This article first appeared in print in the June issue of Revelstoke Mountaineer Magazine.
A staple of local summer entertainment, the Revelstoke Arts Council’s annual Street Fest features a wide array of musical performers from local talent to award-winning Canadian groups like The Long War and unique world fusion sounds like Diyet and The Love Soliders’ Indigenous Canadian folk and Namgar’s unique fusion of traditional Buryat and Mongolian melodies with modern instrumentation.
Held nightly in Grizzly Plaza, beginning at the end of June and running through the end of August, the long-standing free-to-attend concert series attract both locals and tourists alike. There’s a family-friendly vibe and it’s not uncommon to find children freely playing and dancing in front of the stage while adults spend a moment or two catching up with one another. While it’s worth attending all of the Street Fest performances, here are six you definitely shouldn’t miss:
The Long War return with their uniquely Canadian-folk sound
With a dynamic sound ranging from folk to rock, The Long War have made Revelstoke’s Street Fest part of their touring schedule for the past several years. The group’s familiar folk sounds are interjected with emotive instrumentation and incredible vocalization, raising their music to the next level.
The 2017 CBC Searchlight winners may be based out of Vancouver, but its members hail from all across the country, a factor the group credits for helping to craft its uniquely Canadian sound. Not content to be known only as a “contest band,” The Long War have created a buzz in the music scene by singing about what they know best, Canada.
The Long War play Revelstoke Street Fest on Monday, July 22.
Diyet and The Love Soldiers combine Aboriginal stories, melodies
With stories strongly grounded in Diyet’s Indigenous Northern Canadian roots and a strong desire to preserve her language (the Kluane dialect of Southern Tutchone), Diyet and The Love Soldiers’ weave each musical tale together with the catchy melodies of alternative country, folk, roots and traditional Aborignal sounds.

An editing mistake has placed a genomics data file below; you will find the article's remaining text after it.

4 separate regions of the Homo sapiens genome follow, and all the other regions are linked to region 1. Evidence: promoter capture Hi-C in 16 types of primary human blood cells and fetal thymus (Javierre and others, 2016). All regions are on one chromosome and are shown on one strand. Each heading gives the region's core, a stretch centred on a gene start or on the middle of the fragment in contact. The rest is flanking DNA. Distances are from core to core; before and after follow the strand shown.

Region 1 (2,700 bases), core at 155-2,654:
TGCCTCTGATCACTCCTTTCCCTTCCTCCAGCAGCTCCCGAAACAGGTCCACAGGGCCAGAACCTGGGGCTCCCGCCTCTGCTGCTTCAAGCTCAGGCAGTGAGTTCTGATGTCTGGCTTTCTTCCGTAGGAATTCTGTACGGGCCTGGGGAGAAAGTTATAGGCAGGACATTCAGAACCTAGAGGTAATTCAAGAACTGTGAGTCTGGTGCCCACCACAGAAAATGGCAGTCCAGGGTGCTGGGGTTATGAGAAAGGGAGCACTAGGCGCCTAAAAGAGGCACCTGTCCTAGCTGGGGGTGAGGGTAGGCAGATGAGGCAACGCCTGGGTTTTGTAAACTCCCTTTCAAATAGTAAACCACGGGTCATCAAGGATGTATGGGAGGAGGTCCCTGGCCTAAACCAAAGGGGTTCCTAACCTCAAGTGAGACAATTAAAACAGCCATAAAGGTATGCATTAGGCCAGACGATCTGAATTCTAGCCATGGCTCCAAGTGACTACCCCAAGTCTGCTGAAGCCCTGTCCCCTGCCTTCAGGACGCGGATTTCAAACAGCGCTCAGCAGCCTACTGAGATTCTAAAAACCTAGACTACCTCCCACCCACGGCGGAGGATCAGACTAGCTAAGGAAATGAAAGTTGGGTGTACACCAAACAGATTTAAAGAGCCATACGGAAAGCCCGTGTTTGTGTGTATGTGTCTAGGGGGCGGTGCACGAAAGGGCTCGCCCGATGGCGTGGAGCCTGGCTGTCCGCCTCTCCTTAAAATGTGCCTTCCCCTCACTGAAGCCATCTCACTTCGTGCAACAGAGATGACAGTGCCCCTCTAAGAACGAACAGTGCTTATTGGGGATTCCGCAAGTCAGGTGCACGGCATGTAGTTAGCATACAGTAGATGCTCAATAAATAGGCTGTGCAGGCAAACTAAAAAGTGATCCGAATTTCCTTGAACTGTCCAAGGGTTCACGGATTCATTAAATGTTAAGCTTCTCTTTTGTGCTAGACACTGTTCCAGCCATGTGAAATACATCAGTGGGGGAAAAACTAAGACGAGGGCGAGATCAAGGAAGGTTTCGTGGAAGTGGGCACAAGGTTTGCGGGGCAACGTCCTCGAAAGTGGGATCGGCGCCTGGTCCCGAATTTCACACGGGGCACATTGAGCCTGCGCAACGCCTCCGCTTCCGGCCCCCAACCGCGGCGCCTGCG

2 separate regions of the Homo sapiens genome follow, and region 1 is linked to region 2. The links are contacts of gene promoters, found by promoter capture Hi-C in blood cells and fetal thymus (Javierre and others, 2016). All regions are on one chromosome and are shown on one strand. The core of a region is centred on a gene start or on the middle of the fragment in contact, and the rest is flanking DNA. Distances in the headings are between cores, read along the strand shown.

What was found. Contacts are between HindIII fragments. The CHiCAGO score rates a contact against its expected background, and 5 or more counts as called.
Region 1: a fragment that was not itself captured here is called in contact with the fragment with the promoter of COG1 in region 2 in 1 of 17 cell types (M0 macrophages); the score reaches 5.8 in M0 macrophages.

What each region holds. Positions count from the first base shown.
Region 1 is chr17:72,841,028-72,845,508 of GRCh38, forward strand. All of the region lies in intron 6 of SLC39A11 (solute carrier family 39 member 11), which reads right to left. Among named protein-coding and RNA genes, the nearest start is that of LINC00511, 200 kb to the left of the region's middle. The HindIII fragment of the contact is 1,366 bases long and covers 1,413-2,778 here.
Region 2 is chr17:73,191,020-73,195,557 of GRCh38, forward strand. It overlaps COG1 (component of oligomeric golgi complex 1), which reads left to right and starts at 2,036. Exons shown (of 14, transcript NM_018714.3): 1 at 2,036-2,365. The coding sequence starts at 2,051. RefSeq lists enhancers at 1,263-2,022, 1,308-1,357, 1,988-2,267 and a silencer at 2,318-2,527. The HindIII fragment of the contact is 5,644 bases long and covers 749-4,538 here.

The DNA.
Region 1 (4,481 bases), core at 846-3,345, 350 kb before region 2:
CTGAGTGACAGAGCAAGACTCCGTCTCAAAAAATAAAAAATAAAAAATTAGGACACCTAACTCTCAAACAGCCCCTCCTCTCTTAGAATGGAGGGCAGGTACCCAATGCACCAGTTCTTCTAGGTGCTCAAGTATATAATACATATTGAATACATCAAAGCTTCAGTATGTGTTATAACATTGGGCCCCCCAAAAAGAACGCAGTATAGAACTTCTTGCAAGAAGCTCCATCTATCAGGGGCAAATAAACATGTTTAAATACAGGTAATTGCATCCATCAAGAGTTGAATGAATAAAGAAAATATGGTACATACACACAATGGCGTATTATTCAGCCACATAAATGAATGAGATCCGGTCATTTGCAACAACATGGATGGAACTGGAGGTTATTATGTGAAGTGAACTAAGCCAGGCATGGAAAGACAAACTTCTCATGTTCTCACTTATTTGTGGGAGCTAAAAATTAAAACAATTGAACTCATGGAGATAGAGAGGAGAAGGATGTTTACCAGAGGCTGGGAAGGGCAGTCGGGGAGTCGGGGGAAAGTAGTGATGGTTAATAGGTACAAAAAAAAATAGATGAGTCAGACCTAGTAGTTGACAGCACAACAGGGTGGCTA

Diyet, who was raised in a cabin in the Kluane region in the Yukon Territory, draws inspiration for her songs from the harsh reality of living in Northern Canada. Performing as a trio with husband Robert van Lieshout on guitar and foot percussion and multi-instrumentalist Bob Hamilton, Diyet’s musical presence has been described as both diverse and unique.
Diyet and The Love Soldiers play Revelstoke Street Fest Tuesday, July 23.
Dirty Catfish Brass Band aim to have you up on your feet with traditional New Orleans brass sounds
If you missed the Dirty Catfish Brass Band’s performance at the Revelstoke Performing Arts Centre last fall, this year’s Street Fest is your chance to catch them live. The Dirty Catfish Brass Band may be based out of Winnipeg, but their big sound comes filled with the powerful, soul-drenching rhythms of New Orleans brass tradition.
The Dirty Catfish Brass Band play Revelstoke Street Fest Tuesday, August 6.
Namgar fuses traditional Buryat and Mongolian melodies with modern instruments.
Fusing traditional Mongolian instruments with electric bass and drums, four-piece music group Namgar has crafted a unique sound that has been shared on festival stages across the world from Norway to Malaysia.
Vocalist Namgar Lkhasaranova first learned to sing as a child growing up in a small village in South Central Siberia, on the eastern borderland where China, Russia and Mongolia meet. The melodic music she creates was passed down to from her grandparents and father, who sang to her as a child. Using inventive arrangements that encompass the melodies shared by Buryats and Mongols, Namgar tells the tales and myths of ancient Mongol fighters, champions, horses and famous battles.
Namgar perform at Revelstoke Street Fest on Sunday, Aug. 11.
MNGWA ‘s polyrhythmic sound has roots in South America’s cumbia music
With roots in South America’s Afro-Lation cumbia music, MNGWA string together the cultural sounds of salsa, psych rock, reggae and hip hop to create a uniquely eclectic, polyrhythmic sound. The group’s musicians come from across North America, Europe, Mexico and Asia, and their songs often weave together lyrics in multiple languages. MNGWA (pronounced “MING-WAH”) describe themselves as a “party band” — so you might want to come with an extra pair of shoes.
MNGWA play Revelstoke Street Fest Friday, August 16
Sister Speak celebrates women through musical collaboration
Indie-pop/rock/blues/world group Sister Speak is a collaboration of women with diverse musical backgrounds. Driving the group’s creative force is Canadian-born front-woman Sherri Anne. Although Sister Speak sometimes performs solo, the groups high energy shows have landed them headlining concerts and a residency with hall-of-fame guitarist Greg Douglass from the Steve Miller Band.
Sister Speak perform at Revelstoke Street Fest on Sunday, August 25.
Revelstoke Street Fest Runs nightly in Grizzly Plaza (off Mackenzie Avenue) from June 29 to August 25, 6:30 p.m.–9:30 p.m.